Avocado Oil Myths
Despite many websites giving a long list of vitamins, minerals, omega-3 fats, amino acids and protein (yes I know they are basically the same thing but many popular sites don’t seem to) supposedly in avocado oil, and then giving reasons why all of these nutrients are responsible for its hair growth properties, the truth is actually much simpler and more powerful.
First a little cleanup of some of the avocado oil myths out there.
Avocado oil is not a significant source of protein. It is an oil after all and the whole purpose of extracting an oil is the removal of proteins, carbohydrates and any other substances that aren’t fat based. Take a look at the nutritional information on a bottle of it and you will usually see the protein content listed as zero.
While fresh avocados are a great source of vitamins and minerals, the oil itself does not contain the same sort of broad spectrum of these nutrients. Even cold pressed avocado oil, with its gentle manufacturing process, is still created by separating the oil from the rest of the pulp. Obviously, many water soluble vitamins like vitamins C and the B vitamins will be largely removed. Fat soluble vitamins on the other hand, and one in particular as we shall see, are concentrated instead.
Finally, while it does contain some omega-3 alpha linolenic fatty acids, the amount is relatively small (a good fish oil or flaxseed oil is your best bet here). Far more important, from a hair benefits point of view, is the extremely high content of monounsaturated fatty acids in avocado oil.
Hair Growth Nutrients
The monounsaturated fatty acid content in avocado oil is even higher than extra virgin olive oil and is one of the main reasons it is so good for your hair. Many people’s hair is dry, damaged and weak from poor nutrition, heat styling, chemical treatments and environmental pollution. Monounsaturated fats, when applied directly in a hair mask, can moisturize, nourish and strengthen hair strands, improving the way they look and protecting them from damage.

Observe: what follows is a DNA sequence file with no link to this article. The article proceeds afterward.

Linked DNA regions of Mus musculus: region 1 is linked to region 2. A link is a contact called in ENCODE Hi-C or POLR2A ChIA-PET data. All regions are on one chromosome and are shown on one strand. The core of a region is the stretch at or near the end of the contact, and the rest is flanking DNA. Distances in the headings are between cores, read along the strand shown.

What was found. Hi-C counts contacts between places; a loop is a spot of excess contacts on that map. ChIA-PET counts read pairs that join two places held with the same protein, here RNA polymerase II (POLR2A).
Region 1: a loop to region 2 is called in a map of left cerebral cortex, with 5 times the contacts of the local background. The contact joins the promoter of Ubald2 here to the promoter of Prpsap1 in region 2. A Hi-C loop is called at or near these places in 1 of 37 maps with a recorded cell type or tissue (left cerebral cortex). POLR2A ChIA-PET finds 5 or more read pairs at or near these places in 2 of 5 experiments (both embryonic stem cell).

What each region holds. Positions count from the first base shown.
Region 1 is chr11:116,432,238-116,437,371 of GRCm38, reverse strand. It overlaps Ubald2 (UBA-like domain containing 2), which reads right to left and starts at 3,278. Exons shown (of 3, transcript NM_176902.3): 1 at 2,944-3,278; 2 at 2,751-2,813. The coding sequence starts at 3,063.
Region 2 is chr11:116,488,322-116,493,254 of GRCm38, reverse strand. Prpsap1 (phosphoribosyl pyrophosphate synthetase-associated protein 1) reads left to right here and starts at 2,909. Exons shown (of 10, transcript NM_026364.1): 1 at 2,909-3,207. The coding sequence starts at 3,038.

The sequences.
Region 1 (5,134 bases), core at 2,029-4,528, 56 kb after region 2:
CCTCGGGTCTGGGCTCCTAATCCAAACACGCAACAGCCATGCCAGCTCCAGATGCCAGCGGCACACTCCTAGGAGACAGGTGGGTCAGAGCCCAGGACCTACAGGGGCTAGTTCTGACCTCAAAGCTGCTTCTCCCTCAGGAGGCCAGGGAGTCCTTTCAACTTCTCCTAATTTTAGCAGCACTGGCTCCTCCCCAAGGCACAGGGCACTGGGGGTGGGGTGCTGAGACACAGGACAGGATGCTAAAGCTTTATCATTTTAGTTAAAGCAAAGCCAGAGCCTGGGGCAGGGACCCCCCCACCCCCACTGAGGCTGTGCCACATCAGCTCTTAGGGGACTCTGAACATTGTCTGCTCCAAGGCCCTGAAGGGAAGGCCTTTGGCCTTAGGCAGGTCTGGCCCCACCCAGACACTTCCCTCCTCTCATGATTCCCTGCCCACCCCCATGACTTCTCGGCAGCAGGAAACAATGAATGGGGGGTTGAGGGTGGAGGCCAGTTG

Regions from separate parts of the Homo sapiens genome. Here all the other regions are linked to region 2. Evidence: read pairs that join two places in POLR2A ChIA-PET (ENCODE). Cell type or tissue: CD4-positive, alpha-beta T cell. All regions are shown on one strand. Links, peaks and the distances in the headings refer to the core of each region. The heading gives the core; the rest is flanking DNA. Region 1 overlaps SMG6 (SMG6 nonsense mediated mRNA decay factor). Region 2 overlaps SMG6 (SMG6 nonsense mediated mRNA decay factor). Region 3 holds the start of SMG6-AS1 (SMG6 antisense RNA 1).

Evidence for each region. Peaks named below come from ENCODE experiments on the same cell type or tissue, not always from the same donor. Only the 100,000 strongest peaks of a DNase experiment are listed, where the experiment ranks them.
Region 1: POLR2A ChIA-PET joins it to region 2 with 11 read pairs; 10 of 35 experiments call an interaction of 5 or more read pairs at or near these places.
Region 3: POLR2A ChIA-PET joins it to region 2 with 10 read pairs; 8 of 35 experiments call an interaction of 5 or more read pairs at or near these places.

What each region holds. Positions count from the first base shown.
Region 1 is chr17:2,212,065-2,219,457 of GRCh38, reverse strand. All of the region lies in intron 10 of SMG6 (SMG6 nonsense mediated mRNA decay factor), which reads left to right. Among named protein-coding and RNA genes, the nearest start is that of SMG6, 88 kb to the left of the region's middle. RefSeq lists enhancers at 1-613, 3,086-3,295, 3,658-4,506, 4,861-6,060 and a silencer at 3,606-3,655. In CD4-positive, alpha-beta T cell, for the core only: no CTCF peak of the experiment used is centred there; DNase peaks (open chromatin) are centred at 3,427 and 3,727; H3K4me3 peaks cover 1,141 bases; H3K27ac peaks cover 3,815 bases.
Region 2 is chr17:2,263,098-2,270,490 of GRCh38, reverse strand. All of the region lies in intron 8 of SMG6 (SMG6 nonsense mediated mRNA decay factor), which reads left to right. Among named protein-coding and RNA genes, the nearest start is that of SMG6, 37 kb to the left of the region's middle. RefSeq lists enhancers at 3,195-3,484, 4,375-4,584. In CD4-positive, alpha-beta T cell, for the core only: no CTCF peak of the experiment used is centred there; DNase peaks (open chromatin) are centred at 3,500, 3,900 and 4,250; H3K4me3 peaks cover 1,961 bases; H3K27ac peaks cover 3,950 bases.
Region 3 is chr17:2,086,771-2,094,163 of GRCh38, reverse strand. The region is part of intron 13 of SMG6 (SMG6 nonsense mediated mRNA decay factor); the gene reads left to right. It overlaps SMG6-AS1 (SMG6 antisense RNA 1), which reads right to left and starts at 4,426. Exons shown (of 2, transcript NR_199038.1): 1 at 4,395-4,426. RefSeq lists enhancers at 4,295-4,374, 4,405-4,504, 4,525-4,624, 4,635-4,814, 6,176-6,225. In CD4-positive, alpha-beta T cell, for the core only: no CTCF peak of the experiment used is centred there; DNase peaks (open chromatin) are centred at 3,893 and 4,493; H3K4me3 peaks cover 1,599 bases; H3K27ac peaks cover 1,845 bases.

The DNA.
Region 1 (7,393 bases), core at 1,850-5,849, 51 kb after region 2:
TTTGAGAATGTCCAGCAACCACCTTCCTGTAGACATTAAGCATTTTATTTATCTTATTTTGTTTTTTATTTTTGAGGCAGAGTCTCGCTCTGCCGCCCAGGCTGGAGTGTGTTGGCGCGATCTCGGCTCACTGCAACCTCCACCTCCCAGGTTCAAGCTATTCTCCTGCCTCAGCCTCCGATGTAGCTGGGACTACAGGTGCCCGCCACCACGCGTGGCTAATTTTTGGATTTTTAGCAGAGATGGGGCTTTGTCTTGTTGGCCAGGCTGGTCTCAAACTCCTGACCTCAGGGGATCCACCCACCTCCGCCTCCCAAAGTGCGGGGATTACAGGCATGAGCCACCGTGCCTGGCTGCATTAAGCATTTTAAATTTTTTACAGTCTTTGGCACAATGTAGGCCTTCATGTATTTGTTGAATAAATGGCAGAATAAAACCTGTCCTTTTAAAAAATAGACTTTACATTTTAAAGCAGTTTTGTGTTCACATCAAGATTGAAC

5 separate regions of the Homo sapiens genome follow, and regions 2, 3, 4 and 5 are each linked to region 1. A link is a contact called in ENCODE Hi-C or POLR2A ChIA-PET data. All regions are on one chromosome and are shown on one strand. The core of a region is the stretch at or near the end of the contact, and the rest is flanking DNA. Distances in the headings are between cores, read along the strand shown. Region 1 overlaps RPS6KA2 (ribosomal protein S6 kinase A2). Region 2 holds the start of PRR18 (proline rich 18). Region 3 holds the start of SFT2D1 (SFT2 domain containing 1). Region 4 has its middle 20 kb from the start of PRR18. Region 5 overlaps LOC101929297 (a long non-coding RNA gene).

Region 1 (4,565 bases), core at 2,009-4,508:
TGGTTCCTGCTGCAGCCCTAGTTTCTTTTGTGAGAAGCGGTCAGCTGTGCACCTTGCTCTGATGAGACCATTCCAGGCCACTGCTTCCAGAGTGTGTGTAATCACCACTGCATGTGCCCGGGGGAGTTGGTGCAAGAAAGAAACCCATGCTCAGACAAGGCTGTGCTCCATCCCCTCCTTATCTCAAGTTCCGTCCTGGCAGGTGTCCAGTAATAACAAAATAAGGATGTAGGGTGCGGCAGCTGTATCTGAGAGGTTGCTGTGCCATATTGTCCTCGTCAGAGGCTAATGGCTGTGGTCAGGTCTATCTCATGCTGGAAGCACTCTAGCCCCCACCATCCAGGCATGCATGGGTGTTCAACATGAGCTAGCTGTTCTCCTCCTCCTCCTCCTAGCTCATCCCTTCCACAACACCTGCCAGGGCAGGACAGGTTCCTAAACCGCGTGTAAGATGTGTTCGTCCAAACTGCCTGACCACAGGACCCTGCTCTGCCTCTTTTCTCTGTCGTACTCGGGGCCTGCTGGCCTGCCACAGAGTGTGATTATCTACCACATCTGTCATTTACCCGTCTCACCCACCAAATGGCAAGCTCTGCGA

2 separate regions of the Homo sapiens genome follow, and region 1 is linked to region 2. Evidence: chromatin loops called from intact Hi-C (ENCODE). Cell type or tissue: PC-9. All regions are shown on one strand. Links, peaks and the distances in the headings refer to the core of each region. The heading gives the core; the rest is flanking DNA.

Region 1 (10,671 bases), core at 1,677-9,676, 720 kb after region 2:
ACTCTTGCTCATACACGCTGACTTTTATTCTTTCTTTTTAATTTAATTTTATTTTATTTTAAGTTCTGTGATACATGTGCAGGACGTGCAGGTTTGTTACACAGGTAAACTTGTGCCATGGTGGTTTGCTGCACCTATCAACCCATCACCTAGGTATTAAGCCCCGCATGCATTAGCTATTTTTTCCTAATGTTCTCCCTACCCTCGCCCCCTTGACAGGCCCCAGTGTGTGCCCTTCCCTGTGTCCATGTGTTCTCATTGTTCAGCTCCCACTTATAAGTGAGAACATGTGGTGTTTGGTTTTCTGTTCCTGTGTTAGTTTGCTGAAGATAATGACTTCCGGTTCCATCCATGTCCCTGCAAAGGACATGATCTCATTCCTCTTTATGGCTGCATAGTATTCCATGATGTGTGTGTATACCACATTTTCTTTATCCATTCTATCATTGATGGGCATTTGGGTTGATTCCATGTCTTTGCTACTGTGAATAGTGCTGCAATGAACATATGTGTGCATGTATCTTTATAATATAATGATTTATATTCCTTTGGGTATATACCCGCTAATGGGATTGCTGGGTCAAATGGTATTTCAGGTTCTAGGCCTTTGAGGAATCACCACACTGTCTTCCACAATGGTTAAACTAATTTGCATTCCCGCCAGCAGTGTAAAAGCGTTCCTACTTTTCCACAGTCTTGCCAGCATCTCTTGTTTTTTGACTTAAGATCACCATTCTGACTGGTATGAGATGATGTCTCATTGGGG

Massaging avocado oil into your scalp also stimulates blood flow to your hair follicles. With improved blood flow and circulation to the scalp, more nutrients can reach the follicles to stimulate new growth and healthier hair in general.
Finally, and perhaps most beneficially for hair care, its monounsaturated fatty acids, phytosterols and high levels of antioxidants like vitamin E, are well absorbed into our scalp and hair shafts. This not only has a highly moisturizing and protective effect against environmental stressors and damage, it may also stimulate new growth and help unclog blocked follicles.
The combination of antioxidant vitamin E, moisturizing plants sterols and the rich levels of monounsaturated fatty acids in avocado oil, provides three nutrients that have been individually recommended for stimulating hair growth, in one simple, highly absorbable topical treatment.
While there are no clinical trials I’m aware of (and are unlikely to be since pharmaceutical companies can’t patent natural treatments), many people report positive results with using avocado oil for hair growth.
Three Ways to Use Avocado Oil for Better Hair
Applying a good cold pressed avocado oil to your hair will improve its appearance and texture while strengthening and moisturizing the strands. See the page on treatments for some simple homemade ideas that are likely to be far more effective than your expensive store bought conditioners.
Massaging avocado oil into your scalp stimulates circulation and allows it to penetrate in deeply, providing beneficial nutrients, unclogging blocked follicles and, it is reported for many people, stimulating new growth.
Last but not least, use the oil for healthier cooking and as a recipe addition or salad dressing. Good nutrition on the inside can be just as important for strong and healthy hair in the long run.
Next up is a look at avocado oil skin benefits and how to save money on moisturizers.
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